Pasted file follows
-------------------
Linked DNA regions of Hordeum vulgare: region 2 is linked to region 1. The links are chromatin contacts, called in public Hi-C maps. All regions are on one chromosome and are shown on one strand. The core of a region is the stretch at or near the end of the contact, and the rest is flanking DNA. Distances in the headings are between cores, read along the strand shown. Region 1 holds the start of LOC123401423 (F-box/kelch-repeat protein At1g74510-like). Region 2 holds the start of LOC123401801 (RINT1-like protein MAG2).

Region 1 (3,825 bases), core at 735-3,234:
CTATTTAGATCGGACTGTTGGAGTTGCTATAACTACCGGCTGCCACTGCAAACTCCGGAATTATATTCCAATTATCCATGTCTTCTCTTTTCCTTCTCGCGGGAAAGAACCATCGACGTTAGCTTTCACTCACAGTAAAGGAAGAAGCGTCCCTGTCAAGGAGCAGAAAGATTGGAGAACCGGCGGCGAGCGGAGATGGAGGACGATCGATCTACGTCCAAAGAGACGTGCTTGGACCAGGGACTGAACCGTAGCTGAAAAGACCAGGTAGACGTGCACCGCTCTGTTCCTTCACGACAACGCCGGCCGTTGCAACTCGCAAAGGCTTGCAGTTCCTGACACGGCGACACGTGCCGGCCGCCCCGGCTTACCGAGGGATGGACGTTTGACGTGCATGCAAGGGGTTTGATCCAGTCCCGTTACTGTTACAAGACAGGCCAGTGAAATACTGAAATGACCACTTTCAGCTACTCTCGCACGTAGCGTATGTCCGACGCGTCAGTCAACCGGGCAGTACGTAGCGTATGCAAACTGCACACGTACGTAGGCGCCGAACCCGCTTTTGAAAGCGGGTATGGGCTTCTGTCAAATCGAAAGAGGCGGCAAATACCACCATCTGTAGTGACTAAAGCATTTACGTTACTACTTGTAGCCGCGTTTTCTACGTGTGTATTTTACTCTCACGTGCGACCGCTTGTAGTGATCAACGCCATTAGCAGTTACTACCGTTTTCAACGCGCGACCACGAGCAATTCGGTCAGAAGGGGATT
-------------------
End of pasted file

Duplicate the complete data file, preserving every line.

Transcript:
Linked DNA regions of Hordeum vulgare: region 2 is linked to region 1. The links are chromatin contacts, called in public Hi-C maps. All regions are on one chromosome and are shown on one strand. The core of a region is the stretch at or near the end of the contact, and the rest is flanking DNA. Distances in the headings are between cores, read along the strand shown. Region 1 holds the start of LOC123401423 (F-box/kelch-repeat protein At1g74510-like). Region 2 holds the start of LOC123401801 (RINT1-like protein MAG2).

Region 1 (3,825 bases), core at 735-3,234:
CTATTTAGATCGGACTGTTGGAGTTGCTATAACTACCGGCTGCCACTGCAAACTCCGGAATTATATTCCAATTATCCATGTCTTCTCTTTTCCTTCTCGCGGGAAAGAACCATCGACGTTAGCTTTCACTCACAGTAAAGGAAGAAGCGTCCCTGTCAAGGAGCAGAAAGATTGGAGAACCGGCGGCGAGCGGAGATGGAGGACGATCGATCTACGTCCAAAGAGACGTGCTTGGACCAGGGACTGAACCGTAGCTGAAAAGACCAGGTAGACGTGCACCGCTCTGTTCCTTCACGACAACGCCGGCCGTTGCAACTCGCAAAGGCTTGCAGTTCCTGACACGGCGACACGTGCCGGCCGCCCCGGCTTACCGAGGGATGGACGTTTGACGTGCATGCAAGGGGTTTGATCCAGTCCCGTTACTGTTACAAGACAGGCCAGTGAAATACTGAAATGACCACTTTCAGCTACTCTCGCACGTAGCGTATGTCCGACGCGTCAGTCAACCGGGCAGTACGTAGCGTATGCAAACTGCACACGTACGTAGGCGCCGAACCCGCTTTTGAAAGCGGGTATGGGCTTCTGTCAAATCGAAAGAGGCGGCAAATACCACCATCTGTAGTGACTAAAGCATTTACGTTACTACTTGTAGCCGCGTTTTCTACGTGTGTATTTTACTCTCACGTGCGACCGCTTGTAGTGATCAACGCCATTAGCAGTTACTACCGTTTTCAACGCGCGACCACGAGCAATTCGGTCAGAAGGGGATT